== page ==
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Discussion Starter · #9 ·
Wow, there is some great insight on this topic from you guys that have been in this wonderful state a while.

The lines at oak hollow are secured to the bottom, and they are long and plentiful. If there is a better man made piece of midsummer fishing structure, I have never heard of it or dreamed it up. It is almost beyond my comprehension. The entire water column will be cooler and more oxygenated with more nutrients being brought to the bright water strata to allow more plankton growth. Fat, plentiful shad----> healthy fish.

I can only imagine the difference this sort of system would make on relatively shallow lakes that develop strong thermoclines during the summer months(like Jordan). These lakes develop lethally low concentrations of oxygen in some species' preferred temperature ranges. The fish therefore become stressed and have a better chance of dying before the water cools in the fall. However, if a portion of the lake had the thermocline decimated, fish would have a much better chance to mature to trophy size.

It just seems strange to me that such a large scale project of aeration is underway in a very small reservoir. If the bubbles somehow make the water taste better, I can see how a city could decide to install and run them. On the other hand, it seems to me, the economics could be constrictive to a city if they installed them just for the fish.

If you elect me Governor, I will be installing these systems on all of you favorite fishing holes.
 

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Discussion Starter · #10 ·
Now for cats, the best way to catch them is to drift fish for them, now where to drift is the question, that my friend you will need to do some of your own research,
Isn't that the funnest part of fishing? Cracking the fish catching puzzle is my favorite thing to do. Location, technique, speed, bait, rig, presentation, and arranging them in a way to consistently put fish in the boat. Getting out there and figuring out where the fish are, what they are doing, and how to catch em is one of the biggest reasons I love fishing; the thrill of the hunt. Where are my rods? I'm ready to go right now! :laugh1:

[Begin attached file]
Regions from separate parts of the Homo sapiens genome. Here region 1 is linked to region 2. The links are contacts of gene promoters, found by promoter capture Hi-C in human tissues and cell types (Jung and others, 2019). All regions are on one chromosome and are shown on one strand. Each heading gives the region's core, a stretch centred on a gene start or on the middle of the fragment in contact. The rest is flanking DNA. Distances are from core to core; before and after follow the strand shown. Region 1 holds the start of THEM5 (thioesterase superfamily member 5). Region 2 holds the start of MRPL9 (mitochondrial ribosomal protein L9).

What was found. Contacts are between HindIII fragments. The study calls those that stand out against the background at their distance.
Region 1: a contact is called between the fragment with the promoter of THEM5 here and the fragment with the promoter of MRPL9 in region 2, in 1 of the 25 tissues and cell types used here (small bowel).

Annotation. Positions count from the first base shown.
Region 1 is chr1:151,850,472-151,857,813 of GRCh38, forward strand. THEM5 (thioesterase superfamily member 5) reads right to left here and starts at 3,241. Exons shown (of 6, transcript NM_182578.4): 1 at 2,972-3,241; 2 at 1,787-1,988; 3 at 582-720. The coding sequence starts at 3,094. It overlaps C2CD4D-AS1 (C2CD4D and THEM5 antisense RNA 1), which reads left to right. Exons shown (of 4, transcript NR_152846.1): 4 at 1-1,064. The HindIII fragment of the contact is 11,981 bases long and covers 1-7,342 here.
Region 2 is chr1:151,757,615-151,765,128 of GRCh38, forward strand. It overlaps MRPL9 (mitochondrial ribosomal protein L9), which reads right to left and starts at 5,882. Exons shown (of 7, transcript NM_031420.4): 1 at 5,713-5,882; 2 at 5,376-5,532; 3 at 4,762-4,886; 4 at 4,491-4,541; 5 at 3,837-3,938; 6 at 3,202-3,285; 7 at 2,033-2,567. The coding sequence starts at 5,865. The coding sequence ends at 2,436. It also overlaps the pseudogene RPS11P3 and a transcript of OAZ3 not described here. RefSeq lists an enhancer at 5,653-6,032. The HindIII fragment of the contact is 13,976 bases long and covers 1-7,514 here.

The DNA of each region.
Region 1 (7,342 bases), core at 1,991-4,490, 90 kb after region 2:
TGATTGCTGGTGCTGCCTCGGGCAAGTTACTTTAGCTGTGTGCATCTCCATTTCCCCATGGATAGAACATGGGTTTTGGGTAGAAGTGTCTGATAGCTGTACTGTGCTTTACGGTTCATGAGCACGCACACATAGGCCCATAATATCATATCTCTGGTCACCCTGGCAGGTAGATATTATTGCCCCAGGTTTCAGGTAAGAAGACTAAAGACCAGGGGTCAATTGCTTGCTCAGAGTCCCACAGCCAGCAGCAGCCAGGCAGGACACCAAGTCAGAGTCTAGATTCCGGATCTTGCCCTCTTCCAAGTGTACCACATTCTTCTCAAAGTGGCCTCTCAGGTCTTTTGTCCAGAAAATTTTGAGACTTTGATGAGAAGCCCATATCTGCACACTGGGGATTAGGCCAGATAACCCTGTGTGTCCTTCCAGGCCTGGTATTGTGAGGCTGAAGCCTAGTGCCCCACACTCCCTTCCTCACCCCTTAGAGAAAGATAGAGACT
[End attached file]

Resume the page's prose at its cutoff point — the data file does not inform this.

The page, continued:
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I know that Lake Cherokee in TN has them running in the heat of the summer. TN Wildlife has it clearly marked where the No Fishing Boundries are also. I know when you run across it the your screen will stay black due to all the arches! But is there for a reason and a laws a law so we just putt on through wishing we could drop some Bucktails :drool:
 

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Discussion Starter · #13 ·
I was fishing down at Oak Hollow from shore yesterday and I went into the park office on my way out and asked about the aerators.

The gentleman said that they are placed in the deep water to aid in the purification of the drinking water. The fish are a secondary concern (as was posted earlier). He also said that the little lake down stream from Oak Hollow (called City Lake) has aeration throughout the entire lake because that is where they pull water from. He also said that something about the aeration helps to remove certain "solids" from the water. He was unable to recall more detail from the lecture he sat through on the topic at work some years ago.

He also said that a number of years ago they got a shipment of hybrid stripers that actually werent hybrid at all and last year a guy caught 2 pure stripers in the 20-22 lb class during winter. The division of wildlife resources or whatever it is called in NC originally did not think that stripers could survive in Oak Hollow due to the water quality, but it seems that the aerators are allowing those fish to survive/thrive.
 

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Lake Thom-A-lex has the aerators. They fan out from the dam about half way back towards the boat ramp. I thought that the fact that the lake is relatively shallow and thus gets warmer during the summer (holding less oxygen) was the reason that they had them in there. It makes finding shad in the summer rather easy.